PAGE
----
Obesity: what kids want
The debate about kids' health has become an explosive one, in which food marketers have become a lightning rod, particularly being blamed for childhood obesity trends. Everywhere we turn, statistics abound, warnings are issued, and accusations fly.
In the midst of this firestorm, The Geppetto Group, WPP's specialist ad agency and marketing consultancy dedicated to kids, teens, young adults and their influencers, identified a gap in the debate on this complex issue. No one seemed to have talked to kids to find out what they thought about food and health.
So Geppetto did just that, creating a substantive quantitative and qualitative study that helps marketers see this issue through a kid's eyes. It uncovers many myths that keep consumers in the dark and many marketers at bay from tackling this complex and thorny issue" and it identifies many ways marketers can create a true "win/win" with ideas that serve both consumers and industry. Here are three of the key opportunities Geppetto identified:
Opportunity 1: The messages that matter aren't getting to kids. Smart marketers can make a real difference to the cause and to their businesses
Our culture's obsession with weight control has propelled an explosion of contradictory weight loss approaches obscuring the one approach that works: balance and moderation. With the number of competing messages ringing in America's ears - good and bad fats, carbs and sugar, the ever-changing food pyramid, it's no wonder we haven't cracked our battle against the bulge.
An alarming 24 per cent of Geppetto's sample indicated that they don't know which foods are good for them. In addition, while respondents easily determined vegetables as "good for you" and fat and sugar as foods to avoid, only a handful of the over 700 surveyed mentioned anything about quantity control or moderation.
A golden opportunity exists for marketers to educate and empower kids and parents - provide clear, compelling information about their products' nutritional make-up; offer choices that give kids the nutritional balance they need without sacrificing the good taste they demand; by ensuring that portions are appropriately sized, and so on.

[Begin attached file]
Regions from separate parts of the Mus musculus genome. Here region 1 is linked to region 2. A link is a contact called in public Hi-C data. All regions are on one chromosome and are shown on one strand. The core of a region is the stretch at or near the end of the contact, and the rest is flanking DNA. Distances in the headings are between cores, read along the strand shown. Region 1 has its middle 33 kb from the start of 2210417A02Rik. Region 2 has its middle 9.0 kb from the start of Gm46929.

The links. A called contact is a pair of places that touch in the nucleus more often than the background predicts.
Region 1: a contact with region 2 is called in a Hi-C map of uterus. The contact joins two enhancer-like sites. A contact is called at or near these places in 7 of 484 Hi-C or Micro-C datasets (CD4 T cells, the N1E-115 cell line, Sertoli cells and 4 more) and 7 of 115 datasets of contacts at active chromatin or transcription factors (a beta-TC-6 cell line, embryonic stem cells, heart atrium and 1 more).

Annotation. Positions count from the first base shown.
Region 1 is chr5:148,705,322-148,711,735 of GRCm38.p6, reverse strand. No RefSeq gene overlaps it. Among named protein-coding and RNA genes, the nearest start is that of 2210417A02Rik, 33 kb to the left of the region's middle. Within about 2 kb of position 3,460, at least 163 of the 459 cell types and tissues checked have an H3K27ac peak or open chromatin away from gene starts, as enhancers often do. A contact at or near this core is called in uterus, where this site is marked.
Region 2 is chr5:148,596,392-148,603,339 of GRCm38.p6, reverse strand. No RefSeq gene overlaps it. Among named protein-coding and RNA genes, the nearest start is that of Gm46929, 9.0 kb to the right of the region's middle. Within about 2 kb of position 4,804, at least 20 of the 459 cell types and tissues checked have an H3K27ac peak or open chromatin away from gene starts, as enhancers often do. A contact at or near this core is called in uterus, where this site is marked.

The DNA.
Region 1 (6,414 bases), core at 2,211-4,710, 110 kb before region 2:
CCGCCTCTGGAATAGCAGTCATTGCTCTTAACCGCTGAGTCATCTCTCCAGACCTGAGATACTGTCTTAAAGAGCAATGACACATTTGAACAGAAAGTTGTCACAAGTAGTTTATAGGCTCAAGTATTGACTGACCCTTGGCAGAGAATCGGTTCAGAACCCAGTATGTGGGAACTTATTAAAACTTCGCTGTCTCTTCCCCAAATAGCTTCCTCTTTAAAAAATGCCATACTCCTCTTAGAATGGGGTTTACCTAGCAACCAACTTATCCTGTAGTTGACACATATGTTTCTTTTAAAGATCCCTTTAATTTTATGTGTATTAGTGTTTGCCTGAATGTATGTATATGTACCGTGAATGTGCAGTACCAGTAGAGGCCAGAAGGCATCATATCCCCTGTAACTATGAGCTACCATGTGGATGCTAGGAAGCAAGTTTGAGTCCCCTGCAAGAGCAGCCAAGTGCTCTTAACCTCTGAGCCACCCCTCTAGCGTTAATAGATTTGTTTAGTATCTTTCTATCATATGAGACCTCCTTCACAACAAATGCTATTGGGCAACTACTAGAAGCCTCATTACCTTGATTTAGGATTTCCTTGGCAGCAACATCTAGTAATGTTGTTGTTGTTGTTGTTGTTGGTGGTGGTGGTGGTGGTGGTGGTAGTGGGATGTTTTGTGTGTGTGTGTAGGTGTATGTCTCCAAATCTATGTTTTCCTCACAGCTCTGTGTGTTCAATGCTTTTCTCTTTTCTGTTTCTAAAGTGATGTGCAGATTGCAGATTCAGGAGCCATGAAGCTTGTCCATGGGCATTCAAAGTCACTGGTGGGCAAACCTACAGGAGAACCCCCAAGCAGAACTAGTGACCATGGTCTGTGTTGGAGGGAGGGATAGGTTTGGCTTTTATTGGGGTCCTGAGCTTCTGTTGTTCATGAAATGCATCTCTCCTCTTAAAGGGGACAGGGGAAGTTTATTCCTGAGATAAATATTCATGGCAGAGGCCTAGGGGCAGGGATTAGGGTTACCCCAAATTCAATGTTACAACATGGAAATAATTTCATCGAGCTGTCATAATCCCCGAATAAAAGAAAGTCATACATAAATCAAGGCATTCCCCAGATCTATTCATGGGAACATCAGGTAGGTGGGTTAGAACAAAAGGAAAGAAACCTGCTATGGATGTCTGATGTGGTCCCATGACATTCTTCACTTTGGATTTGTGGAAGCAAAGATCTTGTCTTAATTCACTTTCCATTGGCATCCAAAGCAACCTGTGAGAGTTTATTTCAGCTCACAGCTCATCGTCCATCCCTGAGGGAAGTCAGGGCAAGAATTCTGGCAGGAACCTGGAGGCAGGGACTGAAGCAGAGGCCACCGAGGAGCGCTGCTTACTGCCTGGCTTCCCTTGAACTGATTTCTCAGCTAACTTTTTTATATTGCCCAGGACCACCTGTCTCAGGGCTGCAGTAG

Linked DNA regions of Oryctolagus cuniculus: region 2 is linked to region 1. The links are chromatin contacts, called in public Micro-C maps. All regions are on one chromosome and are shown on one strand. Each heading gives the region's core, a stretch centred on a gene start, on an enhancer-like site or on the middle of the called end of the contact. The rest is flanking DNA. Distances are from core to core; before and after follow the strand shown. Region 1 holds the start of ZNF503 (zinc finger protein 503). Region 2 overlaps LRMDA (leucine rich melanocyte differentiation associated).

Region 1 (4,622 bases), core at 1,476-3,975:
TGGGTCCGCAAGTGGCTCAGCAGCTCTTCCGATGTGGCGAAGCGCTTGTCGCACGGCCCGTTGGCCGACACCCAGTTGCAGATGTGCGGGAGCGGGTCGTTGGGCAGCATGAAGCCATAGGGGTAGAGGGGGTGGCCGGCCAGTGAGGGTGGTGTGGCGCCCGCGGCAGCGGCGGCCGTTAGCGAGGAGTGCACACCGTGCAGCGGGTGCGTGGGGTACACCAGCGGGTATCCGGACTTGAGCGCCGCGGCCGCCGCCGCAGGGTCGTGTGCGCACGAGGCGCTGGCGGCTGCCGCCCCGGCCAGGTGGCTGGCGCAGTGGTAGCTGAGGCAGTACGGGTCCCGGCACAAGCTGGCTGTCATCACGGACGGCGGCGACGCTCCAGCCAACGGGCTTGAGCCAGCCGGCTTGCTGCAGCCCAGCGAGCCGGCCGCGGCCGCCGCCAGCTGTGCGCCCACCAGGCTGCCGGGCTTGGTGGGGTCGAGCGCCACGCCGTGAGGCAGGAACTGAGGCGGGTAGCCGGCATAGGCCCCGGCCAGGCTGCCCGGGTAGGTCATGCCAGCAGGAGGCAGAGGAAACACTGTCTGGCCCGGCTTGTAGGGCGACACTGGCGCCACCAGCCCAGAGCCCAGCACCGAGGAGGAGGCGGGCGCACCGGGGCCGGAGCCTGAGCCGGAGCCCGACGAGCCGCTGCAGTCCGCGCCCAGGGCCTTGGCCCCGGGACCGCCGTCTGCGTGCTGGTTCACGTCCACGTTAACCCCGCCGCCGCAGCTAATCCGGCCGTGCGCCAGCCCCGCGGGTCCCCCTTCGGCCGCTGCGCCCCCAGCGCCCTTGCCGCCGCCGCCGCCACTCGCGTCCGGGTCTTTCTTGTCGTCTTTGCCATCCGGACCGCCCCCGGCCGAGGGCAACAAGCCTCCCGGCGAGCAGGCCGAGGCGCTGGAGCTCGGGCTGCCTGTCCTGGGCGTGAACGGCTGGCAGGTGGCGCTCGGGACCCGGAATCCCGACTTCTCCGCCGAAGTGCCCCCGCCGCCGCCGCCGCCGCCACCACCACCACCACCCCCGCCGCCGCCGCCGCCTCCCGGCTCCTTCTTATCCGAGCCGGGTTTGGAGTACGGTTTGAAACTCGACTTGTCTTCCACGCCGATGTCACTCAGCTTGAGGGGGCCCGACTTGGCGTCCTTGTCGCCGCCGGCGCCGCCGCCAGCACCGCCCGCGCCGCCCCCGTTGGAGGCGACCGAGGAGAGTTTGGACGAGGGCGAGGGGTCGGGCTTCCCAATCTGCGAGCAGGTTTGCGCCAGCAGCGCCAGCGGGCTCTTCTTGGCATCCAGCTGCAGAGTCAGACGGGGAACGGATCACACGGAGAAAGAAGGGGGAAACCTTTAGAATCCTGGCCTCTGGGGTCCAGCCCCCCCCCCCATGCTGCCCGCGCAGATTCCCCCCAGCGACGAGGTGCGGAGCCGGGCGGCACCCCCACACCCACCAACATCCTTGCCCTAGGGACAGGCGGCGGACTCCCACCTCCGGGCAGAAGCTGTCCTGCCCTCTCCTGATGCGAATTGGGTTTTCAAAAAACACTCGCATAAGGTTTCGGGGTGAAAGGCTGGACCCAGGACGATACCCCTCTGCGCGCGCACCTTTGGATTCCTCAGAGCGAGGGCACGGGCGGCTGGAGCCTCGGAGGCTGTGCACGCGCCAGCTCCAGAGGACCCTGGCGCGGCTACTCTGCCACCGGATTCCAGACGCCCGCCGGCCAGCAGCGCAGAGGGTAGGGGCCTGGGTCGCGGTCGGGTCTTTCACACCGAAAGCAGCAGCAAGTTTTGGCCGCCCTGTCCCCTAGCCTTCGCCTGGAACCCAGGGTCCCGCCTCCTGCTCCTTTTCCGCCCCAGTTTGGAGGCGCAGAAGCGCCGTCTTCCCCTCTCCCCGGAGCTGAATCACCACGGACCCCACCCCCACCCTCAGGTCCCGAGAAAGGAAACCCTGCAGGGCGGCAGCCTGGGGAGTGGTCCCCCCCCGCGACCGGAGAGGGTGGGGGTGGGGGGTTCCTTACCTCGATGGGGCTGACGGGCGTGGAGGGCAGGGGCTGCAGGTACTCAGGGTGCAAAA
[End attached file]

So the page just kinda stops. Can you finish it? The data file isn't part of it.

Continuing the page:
Opportunity 2: New product opportunities abound"kids tell us what they want
This is where the real growth opportunity lies. We've come a long way from the days of Brussels sprouts. 73 per cent of kids surveyed said they care about eating nutritiously and do so because healthy foods "taste good." Another 65 per cent said there aren't enough healthy foods they can make themselves.
Finally, 59 per cent wished for more healthy foods that are fun to eat, too. Marketers that understand these kids, their needs, and what gets them excited, can leverage those insights to create innovative products that offer healthier alternatives.
Opportunity 3: Speak with precision to the kids and parents who need to hear; beware of unintended negative consequences with the majority
While obesity is growing rapidly it is not the national epidemic it is portrayed to be. According to our study, 14 per cent of kids aged 8-10 consider themselves overweight (consistent with statistics from the CDC).
That means, almost nine out of 10 kids consider their weight to be "just right" or don't think about it at all. They eat according to hunger cues, exercise regularly, and enjoy healthy foods. In short, they have a healthier relationship with food than most adults do! As marketers, we need to know this. That way, we can attend to - not scare - people who need help and encourage young people to continue their smart eating patterns.